Admissions officers want to get to know applicants. There’s only so much that application readers can deduce from your extracurricular activities, transcripts, test scores, recommendation letters, and other application materials. Many times the best way to get a clear picture of a student’s goals, accomplishments, and character is to hear it directly from the student him or herself.
Don’t use the essay to regurgitate the information that’s already available – reveal something that can’t be found anywhere else in the application. For example, if captain of the school’s soccer team is on the activity list, don’t write an essay about the biggest game of the season. The admissions officers already know soccer is an interest, so choose a deeper topic that reveals something meaningful.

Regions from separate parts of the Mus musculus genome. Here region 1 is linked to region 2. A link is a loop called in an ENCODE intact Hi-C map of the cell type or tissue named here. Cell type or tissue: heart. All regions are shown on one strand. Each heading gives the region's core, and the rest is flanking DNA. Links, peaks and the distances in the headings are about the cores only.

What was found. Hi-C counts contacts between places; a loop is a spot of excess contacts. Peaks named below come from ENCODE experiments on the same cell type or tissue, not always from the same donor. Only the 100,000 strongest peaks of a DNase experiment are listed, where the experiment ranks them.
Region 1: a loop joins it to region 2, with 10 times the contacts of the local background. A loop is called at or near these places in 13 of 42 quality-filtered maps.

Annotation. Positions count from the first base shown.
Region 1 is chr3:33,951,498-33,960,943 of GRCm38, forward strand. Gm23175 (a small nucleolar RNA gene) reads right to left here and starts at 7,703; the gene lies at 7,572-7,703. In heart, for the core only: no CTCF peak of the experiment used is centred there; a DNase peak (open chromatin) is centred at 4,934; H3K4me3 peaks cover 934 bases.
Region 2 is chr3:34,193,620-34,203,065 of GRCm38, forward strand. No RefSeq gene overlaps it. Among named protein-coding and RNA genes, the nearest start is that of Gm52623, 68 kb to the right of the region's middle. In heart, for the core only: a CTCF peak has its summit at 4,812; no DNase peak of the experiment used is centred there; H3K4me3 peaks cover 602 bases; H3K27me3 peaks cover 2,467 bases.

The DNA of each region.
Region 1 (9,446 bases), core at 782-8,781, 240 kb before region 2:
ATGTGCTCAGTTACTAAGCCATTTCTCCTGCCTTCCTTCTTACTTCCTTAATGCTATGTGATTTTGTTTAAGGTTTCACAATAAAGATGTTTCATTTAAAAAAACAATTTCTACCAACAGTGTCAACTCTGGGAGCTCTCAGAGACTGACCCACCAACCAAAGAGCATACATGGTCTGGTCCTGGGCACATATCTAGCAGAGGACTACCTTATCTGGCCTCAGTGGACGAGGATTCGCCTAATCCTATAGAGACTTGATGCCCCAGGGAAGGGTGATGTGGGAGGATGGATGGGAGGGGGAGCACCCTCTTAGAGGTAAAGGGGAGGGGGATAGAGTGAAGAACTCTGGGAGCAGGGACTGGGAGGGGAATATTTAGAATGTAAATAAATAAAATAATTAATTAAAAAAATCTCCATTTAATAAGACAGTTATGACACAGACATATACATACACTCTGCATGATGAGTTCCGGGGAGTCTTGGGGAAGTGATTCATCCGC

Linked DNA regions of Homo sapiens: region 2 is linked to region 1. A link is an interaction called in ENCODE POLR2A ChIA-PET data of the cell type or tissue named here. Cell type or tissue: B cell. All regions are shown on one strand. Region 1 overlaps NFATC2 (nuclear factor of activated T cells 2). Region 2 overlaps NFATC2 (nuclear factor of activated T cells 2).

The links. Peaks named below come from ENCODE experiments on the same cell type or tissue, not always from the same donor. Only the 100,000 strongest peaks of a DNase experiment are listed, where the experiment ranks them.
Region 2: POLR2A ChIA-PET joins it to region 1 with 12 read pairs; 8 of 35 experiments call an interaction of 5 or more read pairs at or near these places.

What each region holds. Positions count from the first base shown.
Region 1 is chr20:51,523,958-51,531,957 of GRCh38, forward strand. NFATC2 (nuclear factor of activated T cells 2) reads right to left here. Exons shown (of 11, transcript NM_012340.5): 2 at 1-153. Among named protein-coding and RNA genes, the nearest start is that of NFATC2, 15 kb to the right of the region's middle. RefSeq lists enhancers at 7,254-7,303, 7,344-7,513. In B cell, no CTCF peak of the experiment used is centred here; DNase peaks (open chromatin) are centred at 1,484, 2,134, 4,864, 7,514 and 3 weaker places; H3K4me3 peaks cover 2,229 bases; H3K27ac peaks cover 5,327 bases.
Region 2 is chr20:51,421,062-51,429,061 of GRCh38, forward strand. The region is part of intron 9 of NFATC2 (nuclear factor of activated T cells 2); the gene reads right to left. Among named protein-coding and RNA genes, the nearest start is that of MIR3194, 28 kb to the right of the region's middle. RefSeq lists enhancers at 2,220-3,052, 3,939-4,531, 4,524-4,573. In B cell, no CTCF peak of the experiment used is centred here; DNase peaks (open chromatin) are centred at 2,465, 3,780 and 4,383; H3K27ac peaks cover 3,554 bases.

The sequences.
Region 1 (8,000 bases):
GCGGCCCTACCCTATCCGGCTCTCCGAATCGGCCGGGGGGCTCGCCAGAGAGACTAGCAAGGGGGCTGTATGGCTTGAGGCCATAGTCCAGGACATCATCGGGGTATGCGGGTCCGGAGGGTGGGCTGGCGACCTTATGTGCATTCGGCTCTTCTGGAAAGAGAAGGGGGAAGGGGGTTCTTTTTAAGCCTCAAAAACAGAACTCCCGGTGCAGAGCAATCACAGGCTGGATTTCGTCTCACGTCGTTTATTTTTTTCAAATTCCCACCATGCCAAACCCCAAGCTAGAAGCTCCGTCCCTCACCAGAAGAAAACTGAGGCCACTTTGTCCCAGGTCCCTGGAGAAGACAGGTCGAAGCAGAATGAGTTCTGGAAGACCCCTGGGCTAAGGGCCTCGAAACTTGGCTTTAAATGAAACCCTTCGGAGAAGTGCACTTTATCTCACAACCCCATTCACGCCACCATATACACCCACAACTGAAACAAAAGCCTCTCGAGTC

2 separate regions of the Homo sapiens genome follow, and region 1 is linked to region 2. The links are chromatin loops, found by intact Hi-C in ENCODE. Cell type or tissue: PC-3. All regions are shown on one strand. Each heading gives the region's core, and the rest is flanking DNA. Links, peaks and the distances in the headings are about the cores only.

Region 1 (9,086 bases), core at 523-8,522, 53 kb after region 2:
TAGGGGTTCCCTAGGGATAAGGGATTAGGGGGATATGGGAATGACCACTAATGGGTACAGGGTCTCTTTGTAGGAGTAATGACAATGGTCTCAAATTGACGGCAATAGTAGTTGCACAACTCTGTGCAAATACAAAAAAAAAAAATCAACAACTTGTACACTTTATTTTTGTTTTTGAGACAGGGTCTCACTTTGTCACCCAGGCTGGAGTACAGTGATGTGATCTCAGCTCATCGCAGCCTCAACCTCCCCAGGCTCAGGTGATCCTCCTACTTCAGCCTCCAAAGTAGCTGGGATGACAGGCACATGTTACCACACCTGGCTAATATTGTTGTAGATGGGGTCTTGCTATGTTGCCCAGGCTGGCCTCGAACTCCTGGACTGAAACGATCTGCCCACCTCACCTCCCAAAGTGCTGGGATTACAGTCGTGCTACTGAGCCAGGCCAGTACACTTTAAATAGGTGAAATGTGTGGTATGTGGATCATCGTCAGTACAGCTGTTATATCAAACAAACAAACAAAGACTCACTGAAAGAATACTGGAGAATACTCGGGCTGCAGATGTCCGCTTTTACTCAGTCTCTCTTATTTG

One example: A student’s top activity on her activity list was horseback riding. Instead of writing an essay about riding, she instead wrote about her faith and how she reconciled that with what she was learning in her advanced science courses.
A couple more tips.
One. You can always attach supplemental information to your application. Some college applications forms have a space for “Additional Information,” which is where you would supply any added information about you. You can attach an essay even if there is no such space on the application form.
Supplemental essays are a great way to explain circumstances like bad grades or family problems or learning difficulties. A supplemental essay can also be used to highlight your talents.
To read an actual Supplemental Essay, open this link up.